SimSolid by Altair is comprehensive, fast, accurate and easy-to-use software that can perform advanced structural analyses on complex, fully featured CAD assemblies within minutes. SimSolid eliminates geometry preparation and meshing: the two most time-consuming, expertise-extensive and error-prone tasks performed in a conventional structural simulation.
A great example of this functionality is how fasteners are handled in SimSolid. As part of the preprocessing phase, most other FEA programs require simplification of the CAD model before the study can be solved. Regarding fasteners, many FEA packages recommend the removal of nuts, bolts, pins and rivets from the assembly, and the replacement of these components with “virtual connectors.” A “virtual connector” will typically replace the shank of the bolt with a 1-dimensional beam element that mimics its stiffness, and rigid elements between the beam element and the CAD model to represent the bolt head and nut connections. SimSolid completely eliminates these steps and simplifications. The software has a built-in geometry detection algorithm that automatically finds bolts and nuts.
Let’s examine an ATV ramp assembly. The 138 part assembly consists of numerous beams, gussets and grates. Bolts and nuts are used to connect the gusset plates to other elements of the structure.
Upon importing this geometry into SimSolid, the geometry engine uses its smart algorithm to automatically recognize every nut and bolt in the assembly. All bolts and nuts are identified and assigned an appropriate symbol in the project tree.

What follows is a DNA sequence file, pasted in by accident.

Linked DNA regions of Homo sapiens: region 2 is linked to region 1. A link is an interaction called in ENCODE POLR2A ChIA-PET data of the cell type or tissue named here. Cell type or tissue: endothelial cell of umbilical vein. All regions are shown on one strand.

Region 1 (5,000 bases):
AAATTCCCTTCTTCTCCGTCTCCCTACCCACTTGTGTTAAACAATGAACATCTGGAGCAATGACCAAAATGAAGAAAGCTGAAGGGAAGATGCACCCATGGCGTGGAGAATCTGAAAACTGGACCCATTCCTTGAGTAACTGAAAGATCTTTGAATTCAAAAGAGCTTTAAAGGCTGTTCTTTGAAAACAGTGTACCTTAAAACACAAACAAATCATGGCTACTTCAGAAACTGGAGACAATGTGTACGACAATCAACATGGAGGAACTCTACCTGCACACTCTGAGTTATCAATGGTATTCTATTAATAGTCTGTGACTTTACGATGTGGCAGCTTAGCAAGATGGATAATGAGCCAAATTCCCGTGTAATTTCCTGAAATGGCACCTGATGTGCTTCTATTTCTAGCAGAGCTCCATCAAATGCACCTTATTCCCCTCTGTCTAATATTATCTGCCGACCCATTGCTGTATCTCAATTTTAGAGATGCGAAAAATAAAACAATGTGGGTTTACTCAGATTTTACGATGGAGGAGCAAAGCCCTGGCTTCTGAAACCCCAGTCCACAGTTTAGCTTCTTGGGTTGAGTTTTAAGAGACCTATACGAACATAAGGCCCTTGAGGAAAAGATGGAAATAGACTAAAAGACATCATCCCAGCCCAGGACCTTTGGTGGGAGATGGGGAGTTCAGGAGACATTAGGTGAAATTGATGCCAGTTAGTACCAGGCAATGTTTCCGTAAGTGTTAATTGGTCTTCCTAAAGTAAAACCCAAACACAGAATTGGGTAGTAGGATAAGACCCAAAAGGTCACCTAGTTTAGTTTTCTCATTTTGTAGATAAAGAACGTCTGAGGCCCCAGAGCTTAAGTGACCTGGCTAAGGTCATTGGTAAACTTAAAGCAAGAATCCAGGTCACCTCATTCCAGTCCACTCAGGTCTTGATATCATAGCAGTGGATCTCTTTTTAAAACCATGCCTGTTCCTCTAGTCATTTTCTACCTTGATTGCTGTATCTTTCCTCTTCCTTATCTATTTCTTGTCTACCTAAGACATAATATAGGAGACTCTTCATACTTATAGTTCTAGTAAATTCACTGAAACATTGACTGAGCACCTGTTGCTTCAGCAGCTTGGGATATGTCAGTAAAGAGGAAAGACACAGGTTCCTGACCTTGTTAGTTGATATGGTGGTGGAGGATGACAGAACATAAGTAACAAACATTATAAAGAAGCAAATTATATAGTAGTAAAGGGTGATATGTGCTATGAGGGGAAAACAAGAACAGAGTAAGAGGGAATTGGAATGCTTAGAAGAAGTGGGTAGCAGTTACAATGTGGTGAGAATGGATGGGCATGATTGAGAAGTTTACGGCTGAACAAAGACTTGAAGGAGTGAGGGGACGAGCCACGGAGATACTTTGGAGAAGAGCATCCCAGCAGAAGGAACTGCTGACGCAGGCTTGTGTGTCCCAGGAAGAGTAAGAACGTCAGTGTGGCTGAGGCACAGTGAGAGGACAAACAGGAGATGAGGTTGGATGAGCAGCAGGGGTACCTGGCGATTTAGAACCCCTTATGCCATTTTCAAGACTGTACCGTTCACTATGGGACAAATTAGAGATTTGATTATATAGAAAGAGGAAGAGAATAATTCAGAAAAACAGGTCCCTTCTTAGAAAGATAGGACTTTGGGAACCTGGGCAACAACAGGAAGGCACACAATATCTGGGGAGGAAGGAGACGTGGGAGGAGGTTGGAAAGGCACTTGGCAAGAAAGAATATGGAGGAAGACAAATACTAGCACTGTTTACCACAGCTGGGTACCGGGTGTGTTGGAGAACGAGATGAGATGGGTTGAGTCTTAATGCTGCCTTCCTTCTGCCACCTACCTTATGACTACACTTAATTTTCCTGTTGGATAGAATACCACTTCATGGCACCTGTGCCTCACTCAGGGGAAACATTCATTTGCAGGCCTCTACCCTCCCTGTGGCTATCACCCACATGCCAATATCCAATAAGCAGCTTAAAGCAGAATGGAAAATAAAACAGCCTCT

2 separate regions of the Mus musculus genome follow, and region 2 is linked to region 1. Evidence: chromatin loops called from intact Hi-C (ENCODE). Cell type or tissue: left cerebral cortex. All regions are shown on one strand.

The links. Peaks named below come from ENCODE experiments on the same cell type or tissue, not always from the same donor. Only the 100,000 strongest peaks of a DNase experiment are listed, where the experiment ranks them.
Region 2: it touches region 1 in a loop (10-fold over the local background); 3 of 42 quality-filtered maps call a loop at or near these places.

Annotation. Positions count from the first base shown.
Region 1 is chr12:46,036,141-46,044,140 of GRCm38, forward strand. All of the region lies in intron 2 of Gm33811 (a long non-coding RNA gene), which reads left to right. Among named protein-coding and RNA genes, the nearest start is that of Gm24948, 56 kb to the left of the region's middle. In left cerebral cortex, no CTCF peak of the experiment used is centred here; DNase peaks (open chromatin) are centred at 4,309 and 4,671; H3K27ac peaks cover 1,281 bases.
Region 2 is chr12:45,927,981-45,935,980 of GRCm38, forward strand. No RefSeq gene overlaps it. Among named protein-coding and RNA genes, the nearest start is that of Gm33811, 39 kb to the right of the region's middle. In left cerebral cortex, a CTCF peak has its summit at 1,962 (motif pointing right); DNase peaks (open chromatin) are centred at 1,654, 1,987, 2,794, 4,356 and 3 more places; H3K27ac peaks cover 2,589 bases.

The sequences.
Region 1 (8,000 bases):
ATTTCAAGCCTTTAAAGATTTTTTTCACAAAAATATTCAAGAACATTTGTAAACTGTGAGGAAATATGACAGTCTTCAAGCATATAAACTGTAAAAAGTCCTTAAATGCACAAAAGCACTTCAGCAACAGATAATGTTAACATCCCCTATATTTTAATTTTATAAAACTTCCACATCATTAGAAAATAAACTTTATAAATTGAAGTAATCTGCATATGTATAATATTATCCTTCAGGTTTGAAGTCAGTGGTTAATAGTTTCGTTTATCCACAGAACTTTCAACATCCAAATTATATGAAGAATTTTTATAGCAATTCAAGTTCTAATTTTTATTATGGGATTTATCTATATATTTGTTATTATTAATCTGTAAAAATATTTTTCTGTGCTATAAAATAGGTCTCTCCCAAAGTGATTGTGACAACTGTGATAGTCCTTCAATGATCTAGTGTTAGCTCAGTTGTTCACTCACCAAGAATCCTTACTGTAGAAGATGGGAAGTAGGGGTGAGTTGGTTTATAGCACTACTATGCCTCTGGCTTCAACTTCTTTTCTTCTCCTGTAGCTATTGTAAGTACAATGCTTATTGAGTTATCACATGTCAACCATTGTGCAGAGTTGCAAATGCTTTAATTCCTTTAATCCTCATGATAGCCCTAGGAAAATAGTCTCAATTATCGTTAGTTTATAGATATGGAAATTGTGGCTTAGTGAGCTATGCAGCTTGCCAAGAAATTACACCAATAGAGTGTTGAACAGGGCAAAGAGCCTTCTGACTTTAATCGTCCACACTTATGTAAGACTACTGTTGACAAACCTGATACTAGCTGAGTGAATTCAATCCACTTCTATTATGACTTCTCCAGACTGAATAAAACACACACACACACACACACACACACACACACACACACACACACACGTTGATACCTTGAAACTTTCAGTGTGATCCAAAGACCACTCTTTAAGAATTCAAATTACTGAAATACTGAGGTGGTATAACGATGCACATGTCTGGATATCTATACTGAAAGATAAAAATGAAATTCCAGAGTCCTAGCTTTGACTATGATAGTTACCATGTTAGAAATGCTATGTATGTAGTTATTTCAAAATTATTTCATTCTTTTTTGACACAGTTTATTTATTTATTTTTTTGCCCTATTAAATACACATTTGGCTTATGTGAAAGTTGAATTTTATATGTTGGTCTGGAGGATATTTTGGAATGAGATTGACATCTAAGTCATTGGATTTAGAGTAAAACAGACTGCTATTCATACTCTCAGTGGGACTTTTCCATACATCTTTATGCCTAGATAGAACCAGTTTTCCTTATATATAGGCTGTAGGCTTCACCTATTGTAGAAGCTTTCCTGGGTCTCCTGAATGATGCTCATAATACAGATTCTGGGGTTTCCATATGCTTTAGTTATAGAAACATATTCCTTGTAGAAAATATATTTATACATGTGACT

Having correctly identified the fasteners, SimSolid can automatically assign the correct connections between the fasteners and the surrounding structure.
Clicking the “Automatic Connections” icon opens a dialogue box for creating all the connections in the assembly.
If we toggle the option to “Create local connections at bolts”, SimSolid will apply a bonded connection (depicted by the red crosshairs in the image below) between the nut and the bolt shank and between the underside of the bolt/nut head and the plate it is bolting. SimSolid will also apply a sliding connection (depicted by yellow crosshairs in the image below) between the shank of the bolt and the internal cylindrical face of the holes.
We can easily apply pre-tension to nuts and bolts by clicking either the “Bolt tightening” or “Nut tightening” buttons on the workbench toolbar.
In this case we don’t have any blind threaded bolts (all of our bolts have nuts), so we will use the “Nut tightening” option. We then select one or multiple nuts and apply a pretension by either specifying the number of nut turns, a torque or an axial pretension.
After clicking the “OK” button, the graphics window displays a counterclockwise rotation arrow around each nut that has been tightened.
Once the rest of our pre-processing is complete (assigning fixtures, loads etc) and the solution is complete there are some cool options available in SimSolid for postprocessing of nuts and bolts.
We postprocess bolts and nuts by clicking “Bolt/Nut resultant forces” on the workbench toolbar.
The window displays tabulated results of forces and moments for each fastener in our model. We can check that our pretension has been applied correctly by comparing the input pretension value with the value of “Axial force at head.”
While post processing stress results in our model, if we click on the magnifying glass button in the lower left corner, the result window will zoom to an isolated close-up view of the selected bolt, where we can get an accurate depiction of local bolt stresses.
SimSolid’s geometry detection algorithm, meshless technology, automatic connection functionality and post processing capabilities make running complicated, fully-featured FEA assemblies a breeze.
Simulation Product Specialist